The Institutional Design of Central Banks Open Access

Ainsley, Caitlin Thomas (2016)

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In three essays, this dissertation analyzes how the institutional design of central banks affects policymaking strategies and economic performance. Each essay focuses on a different aspect of monetary institutions and considers both theoretically and empirically its implications for monetary policymaking. Of central interest throughout is the role played by policymaking uncertainty and how it factors into the decision-making strategies of governments, central banks, and private markets. In the first essay, I consider how policymaking uncertainty affects central bank decision-making and, in turn, governments' central bank appointments. Uncertainty - and critically changes in uncertainty during the long terms of appointment which have become a landmark of central bank independence - can result in the appointment of central bankers likely to pursue excessively inflation tolerant strategies. I provide evidence of this relationship with a novel dataset collected from the central bank of Hungary. The second essay explores how central bank voting transparency affects market expectations. I propose and test a theory which suggests individually attributing votes undermines both the accuracy of market expectations and central banks' ability to influence expectations with official announcements. Support for this claim is provided in an analysis of data from the Central Bank of Brazil, where since the release of attributed voting records, market expectations are less accurate and react less to official central bank communication. Finally, in the third essay I examine how the definition of inflation targets affects decision-making and propose they are a potential solution to the problem of policy drift associated with delegation to independent agencies. When an inflation target is defined according to a target zone rather than target rate, I argue the degree of policy drift and deviation from target should be smaller. I demonstrate evidence of this result in a sample of six inflation targeting central banks, including the Czech Republic, Hungary, Poland, South Korea, Sweden, and the United Kingdom.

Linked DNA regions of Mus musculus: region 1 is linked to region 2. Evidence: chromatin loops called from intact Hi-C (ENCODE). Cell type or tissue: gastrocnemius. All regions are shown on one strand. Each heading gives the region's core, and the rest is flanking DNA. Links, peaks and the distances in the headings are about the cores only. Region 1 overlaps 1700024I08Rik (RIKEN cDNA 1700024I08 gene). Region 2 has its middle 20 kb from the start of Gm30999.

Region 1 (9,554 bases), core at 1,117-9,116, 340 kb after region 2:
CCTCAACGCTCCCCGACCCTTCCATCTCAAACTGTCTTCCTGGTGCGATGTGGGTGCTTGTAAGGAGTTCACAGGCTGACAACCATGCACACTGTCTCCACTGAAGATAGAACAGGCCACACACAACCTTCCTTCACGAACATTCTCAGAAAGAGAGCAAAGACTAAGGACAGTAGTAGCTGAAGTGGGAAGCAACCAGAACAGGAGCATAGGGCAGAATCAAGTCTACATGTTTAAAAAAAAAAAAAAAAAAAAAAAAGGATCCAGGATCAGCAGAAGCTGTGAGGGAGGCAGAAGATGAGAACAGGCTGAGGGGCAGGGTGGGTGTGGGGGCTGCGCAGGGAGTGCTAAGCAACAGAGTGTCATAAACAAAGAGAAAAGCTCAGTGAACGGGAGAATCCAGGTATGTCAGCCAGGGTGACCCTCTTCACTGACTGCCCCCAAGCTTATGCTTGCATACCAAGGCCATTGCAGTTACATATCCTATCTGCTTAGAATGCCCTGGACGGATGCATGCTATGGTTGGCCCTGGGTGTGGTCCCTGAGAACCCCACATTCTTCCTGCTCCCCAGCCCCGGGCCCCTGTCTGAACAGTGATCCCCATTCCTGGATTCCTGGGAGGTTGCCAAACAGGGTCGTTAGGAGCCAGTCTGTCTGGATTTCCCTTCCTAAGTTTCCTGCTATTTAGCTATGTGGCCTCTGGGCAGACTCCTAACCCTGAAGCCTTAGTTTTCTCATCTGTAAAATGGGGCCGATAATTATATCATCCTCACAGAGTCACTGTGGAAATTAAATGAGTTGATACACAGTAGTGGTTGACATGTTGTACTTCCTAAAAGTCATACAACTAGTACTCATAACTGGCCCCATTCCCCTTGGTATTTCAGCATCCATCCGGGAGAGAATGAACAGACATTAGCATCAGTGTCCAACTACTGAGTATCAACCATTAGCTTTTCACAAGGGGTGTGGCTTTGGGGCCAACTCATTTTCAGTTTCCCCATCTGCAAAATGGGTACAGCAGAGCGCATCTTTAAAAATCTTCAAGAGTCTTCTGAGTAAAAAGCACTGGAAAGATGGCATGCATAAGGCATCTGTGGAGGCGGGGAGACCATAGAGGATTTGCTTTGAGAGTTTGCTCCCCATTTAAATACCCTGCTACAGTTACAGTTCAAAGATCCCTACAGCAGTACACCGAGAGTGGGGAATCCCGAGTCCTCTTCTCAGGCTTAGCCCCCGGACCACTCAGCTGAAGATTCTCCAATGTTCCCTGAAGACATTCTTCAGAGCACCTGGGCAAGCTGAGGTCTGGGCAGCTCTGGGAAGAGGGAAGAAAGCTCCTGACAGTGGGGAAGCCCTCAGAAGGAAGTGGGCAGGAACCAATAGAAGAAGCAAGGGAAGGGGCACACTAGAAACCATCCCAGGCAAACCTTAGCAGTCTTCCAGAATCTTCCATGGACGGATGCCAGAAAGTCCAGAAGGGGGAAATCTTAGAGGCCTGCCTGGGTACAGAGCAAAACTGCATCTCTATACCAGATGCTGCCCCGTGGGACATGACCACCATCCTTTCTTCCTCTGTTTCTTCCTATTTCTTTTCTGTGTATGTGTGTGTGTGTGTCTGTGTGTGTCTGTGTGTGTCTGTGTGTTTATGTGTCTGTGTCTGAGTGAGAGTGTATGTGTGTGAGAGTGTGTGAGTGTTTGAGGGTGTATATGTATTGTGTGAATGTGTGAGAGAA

Table of Contents

1 Central Bank Appointments and Decision-Making Under Uncertainty. 1

1.1 Introduction. 2

1.2 Theory of Monetary Delegation. 5

1.2.1 Structure of the Model. 12

1.2.2 Equilibrium. 14

1.3 Theoretical Implications. 19

1.4 Empirical Analysis. 22

1.4.1 Data. 24

1.4.2 Measuring Monetary Uncertainty. 26

1.4.3 Estimation of Central Bank Preferences. 29

1.4.4 Monetary Uncertainty and Central Bank Appointments. 34

1.5 Conclusion. 36

2 Central Bank Transparency and the Performance of Market Expectations. 38

2.1 Introduction. 39

2.2 Transparency, Accountability, and Market Expectations. 41

2.2.1 Empirical Implications. 45

2.3 The Data. 48

2.3.1 Measurement of Market Expectations. 50

2.4 Analysis and Findings. 53

2.4.1 Time Series Intervention Analyses. 56

2.4.2 Target Rate Updates. 59

2.4.3 Ination Expectations Series. 62

2.4.4 Robustness Checks. 64

2.5 Conclusion. 67

3 Inflation Targeting Regimes and the Implications for Monetary Policymaking. 70

3.1 Introduction. 71

3.2 Delegation, Inflation Targeting, and Constrained Discretion. 72

3.3 Empirical Analysis. 83

3.3.1 The Data. 84

3.3.2 Results. 91

3.4 Conclusion. 100

Bibliography. 102

A Appendix to Central Bank Appointments. 116

A.1 Theoretical Appendix. 116

A.2 Empirical Appendix. 120

B Appendix to Central Bank Transparency. 123

B.1 Empirical Appendix. 123

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